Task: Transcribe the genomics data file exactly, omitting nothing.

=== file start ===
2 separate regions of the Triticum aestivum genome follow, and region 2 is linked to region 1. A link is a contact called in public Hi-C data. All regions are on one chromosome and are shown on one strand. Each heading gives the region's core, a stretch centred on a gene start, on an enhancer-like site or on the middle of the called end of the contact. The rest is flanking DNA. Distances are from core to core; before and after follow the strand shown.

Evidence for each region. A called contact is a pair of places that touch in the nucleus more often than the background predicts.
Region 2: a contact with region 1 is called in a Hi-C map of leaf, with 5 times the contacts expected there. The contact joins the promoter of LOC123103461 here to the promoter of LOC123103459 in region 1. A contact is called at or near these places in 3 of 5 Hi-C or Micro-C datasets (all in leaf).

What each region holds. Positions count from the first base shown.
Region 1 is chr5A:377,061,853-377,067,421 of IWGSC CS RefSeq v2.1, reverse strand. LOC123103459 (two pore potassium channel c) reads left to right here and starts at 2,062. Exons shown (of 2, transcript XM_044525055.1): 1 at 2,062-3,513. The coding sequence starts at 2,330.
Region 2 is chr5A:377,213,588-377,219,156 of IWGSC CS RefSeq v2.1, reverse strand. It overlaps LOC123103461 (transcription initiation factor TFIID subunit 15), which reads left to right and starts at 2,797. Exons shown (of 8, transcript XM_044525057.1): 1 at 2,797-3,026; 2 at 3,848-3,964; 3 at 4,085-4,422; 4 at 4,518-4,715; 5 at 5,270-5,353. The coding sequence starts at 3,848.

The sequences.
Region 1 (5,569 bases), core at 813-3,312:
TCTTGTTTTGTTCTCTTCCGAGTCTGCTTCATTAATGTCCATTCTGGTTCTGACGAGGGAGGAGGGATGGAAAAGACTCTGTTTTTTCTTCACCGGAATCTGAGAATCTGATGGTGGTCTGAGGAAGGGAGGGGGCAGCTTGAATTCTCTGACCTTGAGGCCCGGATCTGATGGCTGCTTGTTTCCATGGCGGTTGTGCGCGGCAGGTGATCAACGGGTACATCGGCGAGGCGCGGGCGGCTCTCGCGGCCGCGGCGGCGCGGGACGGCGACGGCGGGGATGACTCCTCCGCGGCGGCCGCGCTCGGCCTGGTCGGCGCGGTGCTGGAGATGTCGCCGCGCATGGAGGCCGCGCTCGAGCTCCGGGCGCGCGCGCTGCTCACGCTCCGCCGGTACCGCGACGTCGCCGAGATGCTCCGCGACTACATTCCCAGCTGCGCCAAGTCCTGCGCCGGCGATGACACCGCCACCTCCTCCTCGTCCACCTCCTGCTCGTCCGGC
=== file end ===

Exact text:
2 separate regions of the Triticum aestivum genome follow, and region 2 is linked to region 1. A link is a contact called in public Hi-C data. All regions are on one chromosome and are shown on one strand. Each heading gives the region's core, a stretch centred on a gene start, on an enhancer-like site or on the middle of the called end of the contact. The rest is flanking DNA. Distances are from core to core; before and after follow the strand shown.

Evidence for each region. A called contact is a pair of places that touch in the nucleus more often than the background predicts.
Region 2: a contact with region 1 is called in a Hi-C map of leaf, with 5 times the contacts expected there. The contact joins the promoter of LOC123103461 here to the promoter of LOC123103459 in region 1. A contact is called at or near these places in 3 of 5 Hi-C or Micro-C datasets (all in leaf).

What each region holds. Positions count from the first base shown.
Region 1 is chr5A:377,061,853-377,067,421 of IWGSC CS RefSeq v2.1, reverse strand. LOC123103459 (two pore potassium channel c) reads left to right here and starts at 2,062. Exons shown (of 2, transcript XM_044525055.1): 1 at 2,062-3,513. The coding sequence starts at 2,330.
Region 2 is chr5A:377,213,588-377,219,156 of IWGSC CS RefSeq v2.1, reverse strand. It overlaps LOC123103461 (transcription initiation factor TFIID subunit 15), which reads left to right and starts at 2,797. Exons shown (of 8, transcript XM_044525057.1): 1 at 2,797-3,026; 2 at 3,848-3,964; 3 at 4,085-4,422; 4 at 4,518-4,715; 5 at 5,270-5,353. The coding sequence starts at 3,848.

The sequences.
Region 1 (5,569 bases), core at 813-3,312:
TCTTGTTTTGTTCTCTTCCGAGTCTGCTTCATTAATGTCCATTCTGGTTCTGACGAGGGAGGAGGGATGGAAAAGACTCTGTTTTTTCTTCACCGGAATCTGAGAATCTGATGGTGGTCTGAGGAAGGGAGGGGGCAGCTTGAATTCTCTGACCTTGAGGCCCGGATCTGATGGCTGCTTGTTTCCATGGCGGTTGTGCGCGGCAGGTGATCAACGGGTACATCGGCGAGGCGCGGGCGGCTCTCGCGGCCGCGGCGGCGCGGGACGGCGACGGCGGGGATGACTCCTCCGCGGCGGCCGCGCTCGGCCTGGTCGGCGCGGTGCTGGAGATGTCGCCGCGCATGGAGGCCGCGCTCGAGCTCCGGGCGCGCGCGCTGCTCACGCTCCGCCGGTACCGCGACGTCGCCGAGATGCTCCGCGACTACATTCCCAGCTGCGCCAAGTCCTGCGCCGGCGATGACACCGCCACCTCCTCCTCGTCCACCTCCTGCTCGTCCGGC